1 lb thin-skinned potatoes, such as Red Bliss, cut into 1-inch pieces (2 cups)
Salt
Freshly ground black pepper
1 cup chicken stock, vegetable stock, or water
1 1/2 tsp fresh lemon juice, plus more to taste
1 tbsp butter, optional


Add 2 tablespoons of the oil to a large skillet and heat over medium heat. Add the celery root and potato and sprinkle with 1 1/2 tsp salt and black pepper to taste. Saute until beginning to brown, 5 to 7 minutes. Add the stock and scrape up any brown bits stuck to the skillet.

Cover and simmer until the celery root and potatoes are tender, 10 to 12 minutes. Mash the vegetables in the skillet, stirring to soak up the pan juices. Then stir in the lemon juice and the remaining 1 tablespoon oil. Taste, and add more salt, pepper, or lemon juice as desired. Stir in the butter if using and serve hot.

-Myra Kornfeld, The Healthy Hedonist
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Soft Whole-Wheat Dinner Rolls
Jan 7th, 2007



My husband claims these started him on the path of holiday related weight gain, but really, was it my fault he felt the need to consume three-quarters of a pan of rolls in two days?

So, the holidays are over, many cookies and Caramacs have been consumed, resolutions have been made and I'm back on the cooking bandwagon. My weeknight cooking was becoming more and more infrequent, and I finally decided I had to deal with the root of the problem, which was that I have been getting home from work just too late to realistically cook dinner for kids that need to be in bed by 8:00. So I've moved my schedule up an hour and am regularly setting my alarm clock in the morning for the first time in seven years! (Did I mention my older boy, Jay, turned seven over the winter break?)

We're only a week into the new plan, so I'm hesitant to declare it a success, but it seems to be working out so far. I've got some good new weeknight recipes to document here, mostly on the lighter side due to that holiday overeating I mentioned, but first I need to get some over-looked holiday treats out of the way. These are really good whole-wheat rolls - soft and fluffy and theoretically filled with whole-grain goodness. Just don't eat the whole pan.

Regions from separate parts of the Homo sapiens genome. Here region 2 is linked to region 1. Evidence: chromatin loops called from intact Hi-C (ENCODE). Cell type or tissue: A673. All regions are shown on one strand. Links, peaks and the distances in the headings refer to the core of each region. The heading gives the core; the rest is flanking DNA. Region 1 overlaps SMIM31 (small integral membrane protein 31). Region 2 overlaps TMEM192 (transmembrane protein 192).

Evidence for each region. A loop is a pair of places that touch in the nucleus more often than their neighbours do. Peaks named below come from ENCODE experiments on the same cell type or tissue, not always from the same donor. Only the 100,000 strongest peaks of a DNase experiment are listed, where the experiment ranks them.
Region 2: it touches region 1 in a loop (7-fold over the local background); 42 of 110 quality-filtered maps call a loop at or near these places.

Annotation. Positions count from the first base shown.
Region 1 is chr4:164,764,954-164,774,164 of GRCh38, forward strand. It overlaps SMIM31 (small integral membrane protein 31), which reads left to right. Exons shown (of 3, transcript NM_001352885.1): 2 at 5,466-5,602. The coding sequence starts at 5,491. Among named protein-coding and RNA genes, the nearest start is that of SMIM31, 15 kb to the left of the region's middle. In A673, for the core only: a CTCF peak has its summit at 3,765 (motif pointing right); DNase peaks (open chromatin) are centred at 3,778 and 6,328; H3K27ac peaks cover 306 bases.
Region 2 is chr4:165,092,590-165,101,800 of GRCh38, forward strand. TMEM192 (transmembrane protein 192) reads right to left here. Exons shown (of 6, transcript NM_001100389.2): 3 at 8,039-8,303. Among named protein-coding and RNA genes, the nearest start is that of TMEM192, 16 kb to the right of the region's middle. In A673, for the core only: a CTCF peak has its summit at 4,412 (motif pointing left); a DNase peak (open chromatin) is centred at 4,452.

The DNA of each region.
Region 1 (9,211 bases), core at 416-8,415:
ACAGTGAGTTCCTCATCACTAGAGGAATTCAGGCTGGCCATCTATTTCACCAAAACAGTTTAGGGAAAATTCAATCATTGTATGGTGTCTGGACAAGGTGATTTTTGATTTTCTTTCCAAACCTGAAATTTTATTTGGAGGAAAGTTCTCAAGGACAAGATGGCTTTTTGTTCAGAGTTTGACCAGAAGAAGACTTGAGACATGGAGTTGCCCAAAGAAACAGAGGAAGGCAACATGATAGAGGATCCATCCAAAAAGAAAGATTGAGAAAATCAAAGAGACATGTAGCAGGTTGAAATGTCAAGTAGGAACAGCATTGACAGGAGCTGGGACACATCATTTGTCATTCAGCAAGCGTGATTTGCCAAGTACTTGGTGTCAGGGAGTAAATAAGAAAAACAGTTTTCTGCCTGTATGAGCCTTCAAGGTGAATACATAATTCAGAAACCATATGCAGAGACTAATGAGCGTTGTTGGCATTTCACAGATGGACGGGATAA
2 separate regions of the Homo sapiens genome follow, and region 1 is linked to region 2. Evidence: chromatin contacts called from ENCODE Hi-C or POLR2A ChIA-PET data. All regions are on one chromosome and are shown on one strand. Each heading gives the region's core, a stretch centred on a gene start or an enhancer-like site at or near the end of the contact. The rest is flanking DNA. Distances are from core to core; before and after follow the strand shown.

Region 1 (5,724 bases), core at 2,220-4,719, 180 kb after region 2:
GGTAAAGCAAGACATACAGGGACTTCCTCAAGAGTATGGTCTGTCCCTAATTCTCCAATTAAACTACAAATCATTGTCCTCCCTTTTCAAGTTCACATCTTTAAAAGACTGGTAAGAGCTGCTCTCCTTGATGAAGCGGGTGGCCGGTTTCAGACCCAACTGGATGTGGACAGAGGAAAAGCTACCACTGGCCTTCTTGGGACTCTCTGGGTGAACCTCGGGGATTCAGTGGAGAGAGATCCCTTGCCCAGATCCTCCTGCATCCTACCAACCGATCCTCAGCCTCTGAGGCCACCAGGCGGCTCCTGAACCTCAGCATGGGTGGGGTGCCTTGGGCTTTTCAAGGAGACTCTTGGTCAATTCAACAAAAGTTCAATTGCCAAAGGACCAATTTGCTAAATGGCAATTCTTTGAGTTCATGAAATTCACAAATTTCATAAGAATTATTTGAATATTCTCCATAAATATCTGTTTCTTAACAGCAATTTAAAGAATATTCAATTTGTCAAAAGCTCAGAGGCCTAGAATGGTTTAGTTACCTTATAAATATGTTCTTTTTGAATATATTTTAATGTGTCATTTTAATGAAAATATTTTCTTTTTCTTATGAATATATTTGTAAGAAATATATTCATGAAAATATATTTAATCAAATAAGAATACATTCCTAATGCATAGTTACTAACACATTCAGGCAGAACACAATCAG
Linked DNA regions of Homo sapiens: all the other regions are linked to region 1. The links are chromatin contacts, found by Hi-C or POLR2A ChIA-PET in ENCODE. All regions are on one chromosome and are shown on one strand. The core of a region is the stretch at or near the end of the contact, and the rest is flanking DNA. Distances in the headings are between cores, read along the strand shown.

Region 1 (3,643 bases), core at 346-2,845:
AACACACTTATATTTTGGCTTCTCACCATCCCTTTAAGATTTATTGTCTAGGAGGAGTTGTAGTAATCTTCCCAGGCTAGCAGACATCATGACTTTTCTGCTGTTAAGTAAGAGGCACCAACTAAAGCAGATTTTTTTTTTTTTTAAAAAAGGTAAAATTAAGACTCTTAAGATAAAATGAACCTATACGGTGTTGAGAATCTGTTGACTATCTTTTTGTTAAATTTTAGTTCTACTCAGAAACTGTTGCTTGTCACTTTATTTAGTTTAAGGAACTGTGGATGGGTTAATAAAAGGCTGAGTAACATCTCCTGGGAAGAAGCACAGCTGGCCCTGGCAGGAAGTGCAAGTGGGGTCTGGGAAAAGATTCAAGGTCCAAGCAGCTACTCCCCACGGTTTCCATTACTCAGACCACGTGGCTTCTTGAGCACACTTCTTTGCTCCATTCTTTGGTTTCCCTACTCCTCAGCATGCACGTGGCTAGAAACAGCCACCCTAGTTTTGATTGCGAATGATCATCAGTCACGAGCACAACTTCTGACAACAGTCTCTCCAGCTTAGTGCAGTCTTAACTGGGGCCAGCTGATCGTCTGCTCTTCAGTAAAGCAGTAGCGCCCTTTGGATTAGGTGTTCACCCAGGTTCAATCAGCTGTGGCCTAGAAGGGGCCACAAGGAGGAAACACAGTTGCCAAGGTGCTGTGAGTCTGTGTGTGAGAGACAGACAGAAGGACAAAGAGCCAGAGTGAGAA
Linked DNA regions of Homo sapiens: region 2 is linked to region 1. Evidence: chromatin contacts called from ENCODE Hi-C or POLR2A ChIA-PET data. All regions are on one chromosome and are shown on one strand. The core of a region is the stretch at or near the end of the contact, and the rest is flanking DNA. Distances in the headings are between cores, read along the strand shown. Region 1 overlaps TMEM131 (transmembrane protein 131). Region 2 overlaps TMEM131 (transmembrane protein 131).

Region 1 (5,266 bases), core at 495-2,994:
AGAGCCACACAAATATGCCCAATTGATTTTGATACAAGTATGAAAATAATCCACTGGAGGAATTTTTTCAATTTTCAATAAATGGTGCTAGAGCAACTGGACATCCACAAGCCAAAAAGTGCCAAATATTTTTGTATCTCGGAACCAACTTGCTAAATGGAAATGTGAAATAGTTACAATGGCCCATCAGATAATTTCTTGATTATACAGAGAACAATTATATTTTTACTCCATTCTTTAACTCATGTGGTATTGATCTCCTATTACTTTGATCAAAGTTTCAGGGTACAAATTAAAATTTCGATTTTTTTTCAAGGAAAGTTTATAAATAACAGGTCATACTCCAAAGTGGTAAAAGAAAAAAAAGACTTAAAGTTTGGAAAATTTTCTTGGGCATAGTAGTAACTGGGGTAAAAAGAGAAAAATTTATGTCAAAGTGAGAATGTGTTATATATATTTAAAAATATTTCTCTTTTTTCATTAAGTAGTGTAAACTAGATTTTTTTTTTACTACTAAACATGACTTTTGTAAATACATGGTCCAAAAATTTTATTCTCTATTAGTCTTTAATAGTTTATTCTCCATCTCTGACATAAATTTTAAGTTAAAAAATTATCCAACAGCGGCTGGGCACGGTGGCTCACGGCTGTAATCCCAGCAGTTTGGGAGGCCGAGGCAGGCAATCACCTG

Soft Whole-Wheat Dinner Rolls
makes 24 rolls

1 1/2 cups warm low-fat milk
1/4 cup sugar
1/4 cup unsalted butter, melted
1/4 cup canola oil
3 large eggs, divided
1 package quick-rising yeast
3 cups whole-wheat flour
2 cups cake flour, divided, plus more for dusting
1 1/4 tsp salt
2 tbsp wheat germ


Whisk milk, sugar, butter, oil, and 2 eggs in a large bowl. Whisk yeast, whole-wheat flour, 1 1/2 cups cake flour and salt in a medium bowl. Gradually stir the dry ingredients into the wet ingredients using a wooden spoon. The dough will be very sticky.

Sprinkle 1/2 cup cake flour on a work surface. Turn out the dough onto it and knead until all the flour is incorporated. Coat a large bowl with cooking spray. Put the dough in the bowl, coat the top with cooking spray and cover with plastic wrap. Let rise at room temperature until doubled in volume, 1 1/4-2 hours.

Coat a 9x13" metal baking pan with cooking spray. Turn the dough out onto a lightly floured surface and pat into a rough 7x9" rectangle. Cut lengthwise into 4 equal strips and then cut each strip crosswise into 6 equal portions.

To form the rolls pick up one piece of dough at a time and gather and pinch the edges together to shape the dough into a rough ball. The spot where the edges come together is the bottom of the roll. Roll the ball lightly in your cupped hand with the bottom down, tucking the loose edges into it and stretching the surface of the dough tight. Arrange the rolls in the pan and cover with plastic wrap.

Let the rolls rise at room temperature until almost doubled in size, about 1 1/4 hours.

Preheat the oven to 400F. Brush the tops of the rolls with the remaining egg and sprinkle the wheat germ over top. Bake the rolls until light brown on top, about 20 minutes.

*To make ahead prepare the rolls in the pan and then store the pan in the fridge overnight. Remove from the refrigerator and let rise until almost doubled in size, about 3 1/2 hours. Then bake.

-Eating Well, December 2006